I'm trying to find a more elegant way to write the following code.
class C c where type E c :: * -> * class C c => A c where g :: E c a -> E c a class (C c, A c) => D c where f :: E c a -> E c a instance A c => D c where f = g
This produces an error.
Test.hs:58:9: Could not deduce (E c0 ~ E c) from the context (A c) bound by the instance declaration at Test.hs:57:10-19 NB: `E' is a type function, and may not be injective Expected type: E c a Actual type: E c0 a Expected type: E c a -> E c a Actual type: E c0 a -> E c0 a In the expression: g In an equation for `f': f = g Failed, modules loaded: none.
My current solution is to add a dummy variable, from which it can derive which particular C is in use.
class C c where type E c :: * -> * class C c => A c where g_inner :: c -> E c a -> E c a g = g_inner undefined class (C c, A c) => D c where f_inner :: c -> E c a -> E c a f = f_inner undefined instance A c => D c where f_inner = g_inner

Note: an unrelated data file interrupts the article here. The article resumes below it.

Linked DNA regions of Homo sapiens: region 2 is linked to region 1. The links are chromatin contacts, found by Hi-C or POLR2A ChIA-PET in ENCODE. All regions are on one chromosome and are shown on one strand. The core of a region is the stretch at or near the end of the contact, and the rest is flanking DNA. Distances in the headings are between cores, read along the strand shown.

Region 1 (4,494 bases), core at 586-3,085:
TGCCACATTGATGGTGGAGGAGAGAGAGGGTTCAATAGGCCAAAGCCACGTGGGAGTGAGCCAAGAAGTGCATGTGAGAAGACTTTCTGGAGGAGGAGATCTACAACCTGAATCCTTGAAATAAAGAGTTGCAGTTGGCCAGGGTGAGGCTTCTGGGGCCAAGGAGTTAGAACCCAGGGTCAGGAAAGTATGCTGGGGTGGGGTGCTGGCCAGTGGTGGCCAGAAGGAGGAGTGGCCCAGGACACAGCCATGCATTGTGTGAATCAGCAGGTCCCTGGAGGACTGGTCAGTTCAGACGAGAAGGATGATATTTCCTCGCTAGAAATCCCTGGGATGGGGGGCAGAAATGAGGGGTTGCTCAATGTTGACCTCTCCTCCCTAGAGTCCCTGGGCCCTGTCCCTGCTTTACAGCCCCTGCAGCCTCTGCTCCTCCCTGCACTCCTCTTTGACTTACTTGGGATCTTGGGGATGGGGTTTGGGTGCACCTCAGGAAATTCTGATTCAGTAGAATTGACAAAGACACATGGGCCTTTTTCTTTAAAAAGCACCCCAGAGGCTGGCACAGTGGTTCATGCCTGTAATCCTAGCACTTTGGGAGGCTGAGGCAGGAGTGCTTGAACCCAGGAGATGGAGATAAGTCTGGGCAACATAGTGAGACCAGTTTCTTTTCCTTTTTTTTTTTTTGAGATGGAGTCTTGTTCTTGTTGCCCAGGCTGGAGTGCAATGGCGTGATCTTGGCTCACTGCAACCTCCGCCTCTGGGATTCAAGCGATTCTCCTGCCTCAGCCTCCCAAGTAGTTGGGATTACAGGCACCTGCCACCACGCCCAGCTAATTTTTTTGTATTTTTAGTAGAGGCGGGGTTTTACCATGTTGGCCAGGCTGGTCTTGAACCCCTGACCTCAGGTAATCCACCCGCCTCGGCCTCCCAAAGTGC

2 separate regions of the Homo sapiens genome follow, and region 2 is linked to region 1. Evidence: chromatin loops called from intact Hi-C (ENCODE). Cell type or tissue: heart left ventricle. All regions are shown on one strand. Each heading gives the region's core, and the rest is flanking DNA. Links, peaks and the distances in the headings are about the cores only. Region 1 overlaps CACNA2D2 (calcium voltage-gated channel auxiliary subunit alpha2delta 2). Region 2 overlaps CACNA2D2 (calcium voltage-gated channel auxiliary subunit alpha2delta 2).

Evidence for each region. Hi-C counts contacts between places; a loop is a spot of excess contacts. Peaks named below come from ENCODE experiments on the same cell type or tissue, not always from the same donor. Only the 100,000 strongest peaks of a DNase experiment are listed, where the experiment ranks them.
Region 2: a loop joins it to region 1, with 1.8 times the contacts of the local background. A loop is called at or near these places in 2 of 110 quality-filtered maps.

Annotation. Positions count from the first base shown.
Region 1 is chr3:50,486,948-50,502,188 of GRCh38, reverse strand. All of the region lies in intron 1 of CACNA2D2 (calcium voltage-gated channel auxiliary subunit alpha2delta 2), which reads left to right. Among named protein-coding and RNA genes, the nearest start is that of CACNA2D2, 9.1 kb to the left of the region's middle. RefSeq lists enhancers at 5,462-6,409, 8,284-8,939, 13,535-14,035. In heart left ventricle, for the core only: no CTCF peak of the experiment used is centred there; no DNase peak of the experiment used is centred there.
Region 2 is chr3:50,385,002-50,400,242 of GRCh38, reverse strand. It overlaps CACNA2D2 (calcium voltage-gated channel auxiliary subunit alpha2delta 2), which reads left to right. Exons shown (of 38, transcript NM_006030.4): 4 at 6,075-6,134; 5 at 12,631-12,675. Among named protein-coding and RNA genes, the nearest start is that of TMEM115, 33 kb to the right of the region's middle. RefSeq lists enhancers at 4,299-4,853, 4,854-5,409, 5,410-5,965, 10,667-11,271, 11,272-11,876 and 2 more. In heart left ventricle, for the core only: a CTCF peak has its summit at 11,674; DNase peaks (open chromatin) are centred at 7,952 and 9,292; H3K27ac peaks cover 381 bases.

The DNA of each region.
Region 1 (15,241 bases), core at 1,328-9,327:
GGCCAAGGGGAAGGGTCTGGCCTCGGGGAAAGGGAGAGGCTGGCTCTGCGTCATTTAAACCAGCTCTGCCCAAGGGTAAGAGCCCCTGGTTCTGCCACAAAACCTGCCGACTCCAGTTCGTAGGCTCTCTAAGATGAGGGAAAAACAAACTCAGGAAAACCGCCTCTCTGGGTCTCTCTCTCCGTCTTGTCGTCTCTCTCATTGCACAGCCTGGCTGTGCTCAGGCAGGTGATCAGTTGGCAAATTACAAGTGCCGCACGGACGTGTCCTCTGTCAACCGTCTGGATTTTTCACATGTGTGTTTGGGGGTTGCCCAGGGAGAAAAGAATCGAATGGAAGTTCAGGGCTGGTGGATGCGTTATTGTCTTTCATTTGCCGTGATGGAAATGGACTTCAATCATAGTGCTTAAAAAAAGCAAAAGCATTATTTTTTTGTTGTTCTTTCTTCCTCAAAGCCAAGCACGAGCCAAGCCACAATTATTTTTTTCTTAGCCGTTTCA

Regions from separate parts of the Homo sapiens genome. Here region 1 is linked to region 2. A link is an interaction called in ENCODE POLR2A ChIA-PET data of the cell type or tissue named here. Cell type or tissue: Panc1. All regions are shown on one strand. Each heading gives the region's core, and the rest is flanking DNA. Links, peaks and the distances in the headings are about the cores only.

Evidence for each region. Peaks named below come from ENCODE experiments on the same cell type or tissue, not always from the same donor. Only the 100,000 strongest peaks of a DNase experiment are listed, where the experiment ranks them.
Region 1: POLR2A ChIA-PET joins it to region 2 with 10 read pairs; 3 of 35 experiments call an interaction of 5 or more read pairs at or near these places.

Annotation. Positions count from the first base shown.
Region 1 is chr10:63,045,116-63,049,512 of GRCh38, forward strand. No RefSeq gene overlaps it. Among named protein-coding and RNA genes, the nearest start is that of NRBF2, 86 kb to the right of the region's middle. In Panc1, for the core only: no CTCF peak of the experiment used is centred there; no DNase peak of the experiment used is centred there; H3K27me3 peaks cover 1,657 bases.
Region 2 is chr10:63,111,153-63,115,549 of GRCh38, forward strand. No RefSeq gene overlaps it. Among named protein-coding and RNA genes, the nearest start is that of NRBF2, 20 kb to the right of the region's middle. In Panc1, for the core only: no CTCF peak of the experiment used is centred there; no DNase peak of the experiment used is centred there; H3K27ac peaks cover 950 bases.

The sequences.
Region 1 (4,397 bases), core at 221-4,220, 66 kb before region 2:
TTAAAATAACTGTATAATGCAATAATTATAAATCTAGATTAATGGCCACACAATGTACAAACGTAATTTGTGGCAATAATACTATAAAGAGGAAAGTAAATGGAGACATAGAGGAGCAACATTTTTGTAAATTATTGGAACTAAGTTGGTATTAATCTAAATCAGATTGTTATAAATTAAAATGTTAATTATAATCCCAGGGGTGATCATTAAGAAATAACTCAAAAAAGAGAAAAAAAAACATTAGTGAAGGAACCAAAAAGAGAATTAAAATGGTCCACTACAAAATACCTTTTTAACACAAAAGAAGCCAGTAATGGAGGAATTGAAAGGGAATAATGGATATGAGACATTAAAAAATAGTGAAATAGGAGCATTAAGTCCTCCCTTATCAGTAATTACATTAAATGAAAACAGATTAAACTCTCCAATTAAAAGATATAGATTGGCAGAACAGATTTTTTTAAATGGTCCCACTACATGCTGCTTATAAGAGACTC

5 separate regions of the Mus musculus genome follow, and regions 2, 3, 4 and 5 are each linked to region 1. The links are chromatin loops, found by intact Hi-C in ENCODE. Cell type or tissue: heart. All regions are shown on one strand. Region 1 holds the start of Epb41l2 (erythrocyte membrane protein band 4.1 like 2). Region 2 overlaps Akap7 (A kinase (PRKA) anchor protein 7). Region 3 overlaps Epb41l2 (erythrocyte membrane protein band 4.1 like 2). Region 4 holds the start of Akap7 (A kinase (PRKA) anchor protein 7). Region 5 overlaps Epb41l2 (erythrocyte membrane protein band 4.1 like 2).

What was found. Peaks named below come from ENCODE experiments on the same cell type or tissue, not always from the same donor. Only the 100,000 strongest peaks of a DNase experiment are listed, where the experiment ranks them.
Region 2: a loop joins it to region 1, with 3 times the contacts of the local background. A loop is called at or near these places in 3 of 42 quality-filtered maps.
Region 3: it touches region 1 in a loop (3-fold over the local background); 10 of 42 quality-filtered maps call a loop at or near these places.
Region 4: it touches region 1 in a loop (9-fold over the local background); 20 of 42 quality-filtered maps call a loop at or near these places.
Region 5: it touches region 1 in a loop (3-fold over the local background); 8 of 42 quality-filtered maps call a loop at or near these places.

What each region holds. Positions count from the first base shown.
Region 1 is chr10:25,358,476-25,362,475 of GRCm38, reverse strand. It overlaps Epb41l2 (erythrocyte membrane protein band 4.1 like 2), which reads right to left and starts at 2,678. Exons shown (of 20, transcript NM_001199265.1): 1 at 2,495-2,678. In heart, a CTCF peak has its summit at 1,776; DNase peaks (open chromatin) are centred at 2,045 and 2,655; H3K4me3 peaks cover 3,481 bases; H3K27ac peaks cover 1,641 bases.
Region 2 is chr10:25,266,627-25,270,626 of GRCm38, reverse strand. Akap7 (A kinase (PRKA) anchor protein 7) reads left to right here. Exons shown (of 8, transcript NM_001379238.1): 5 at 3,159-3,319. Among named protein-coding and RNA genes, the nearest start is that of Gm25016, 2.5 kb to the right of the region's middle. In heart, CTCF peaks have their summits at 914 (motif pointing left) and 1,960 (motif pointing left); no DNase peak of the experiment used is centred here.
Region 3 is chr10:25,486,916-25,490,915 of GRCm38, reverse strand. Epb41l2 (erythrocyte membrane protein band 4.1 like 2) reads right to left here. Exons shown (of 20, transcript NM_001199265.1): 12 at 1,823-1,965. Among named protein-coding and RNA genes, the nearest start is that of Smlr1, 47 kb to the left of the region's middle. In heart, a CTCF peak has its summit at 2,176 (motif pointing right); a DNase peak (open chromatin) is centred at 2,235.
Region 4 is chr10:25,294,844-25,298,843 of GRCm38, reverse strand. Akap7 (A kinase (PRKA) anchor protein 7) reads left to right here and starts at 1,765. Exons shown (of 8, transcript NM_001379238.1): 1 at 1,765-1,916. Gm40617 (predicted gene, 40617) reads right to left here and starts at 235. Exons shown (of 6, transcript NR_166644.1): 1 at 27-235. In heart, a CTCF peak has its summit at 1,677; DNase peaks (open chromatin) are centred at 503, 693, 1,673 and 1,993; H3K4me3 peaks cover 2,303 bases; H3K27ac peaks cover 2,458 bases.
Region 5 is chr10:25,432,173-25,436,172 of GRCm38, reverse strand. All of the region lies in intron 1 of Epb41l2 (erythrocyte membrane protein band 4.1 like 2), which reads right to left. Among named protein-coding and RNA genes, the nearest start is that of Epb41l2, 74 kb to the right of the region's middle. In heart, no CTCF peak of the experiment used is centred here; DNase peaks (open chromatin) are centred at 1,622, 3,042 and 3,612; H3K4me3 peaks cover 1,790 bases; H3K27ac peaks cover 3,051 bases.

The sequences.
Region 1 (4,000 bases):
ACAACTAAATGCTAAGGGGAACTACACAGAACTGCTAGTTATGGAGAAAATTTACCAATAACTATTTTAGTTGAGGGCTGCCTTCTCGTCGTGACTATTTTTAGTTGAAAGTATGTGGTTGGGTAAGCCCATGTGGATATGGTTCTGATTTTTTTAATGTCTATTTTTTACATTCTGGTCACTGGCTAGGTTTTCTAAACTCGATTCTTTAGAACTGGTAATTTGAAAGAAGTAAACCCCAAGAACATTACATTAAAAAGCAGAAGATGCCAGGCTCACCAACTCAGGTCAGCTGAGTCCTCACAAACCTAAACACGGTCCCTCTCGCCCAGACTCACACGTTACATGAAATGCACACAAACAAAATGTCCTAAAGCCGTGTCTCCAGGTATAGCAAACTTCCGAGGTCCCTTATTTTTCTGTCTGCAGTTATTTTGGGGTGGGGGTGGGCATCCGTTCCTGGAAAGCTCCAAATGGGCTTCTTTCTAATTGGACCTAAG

I know this is another instance of associated types not being injective, but I can't quite figure it out. Sure, E might not be injective, but it seems somewhere the information that g will work on the particular (E c) referenced in class D has been lost.
Any explanation, and more importantly better workarounds would be much appreciated. Thanks!
Okay, I see switching
data makes the code work.
I'm trying to sound out how this might work. Each
c creates a new data type
E c. In the instance context, we have to match
forall a. ((E) c) a -> ((E) c) a with
forall a. ((E) c) a -> ((E) c) a. Denoting
F = E c, we are then matching
forall a. F a -> F a with itself.
I'm having trouble seeing where things break with the type synonyms (associated types) case. Sure, one could define two instances of
A which both have signature
(E c) a -> (E c) a. But, why would it be wrong to use the definition from the instance
A c which is in scope?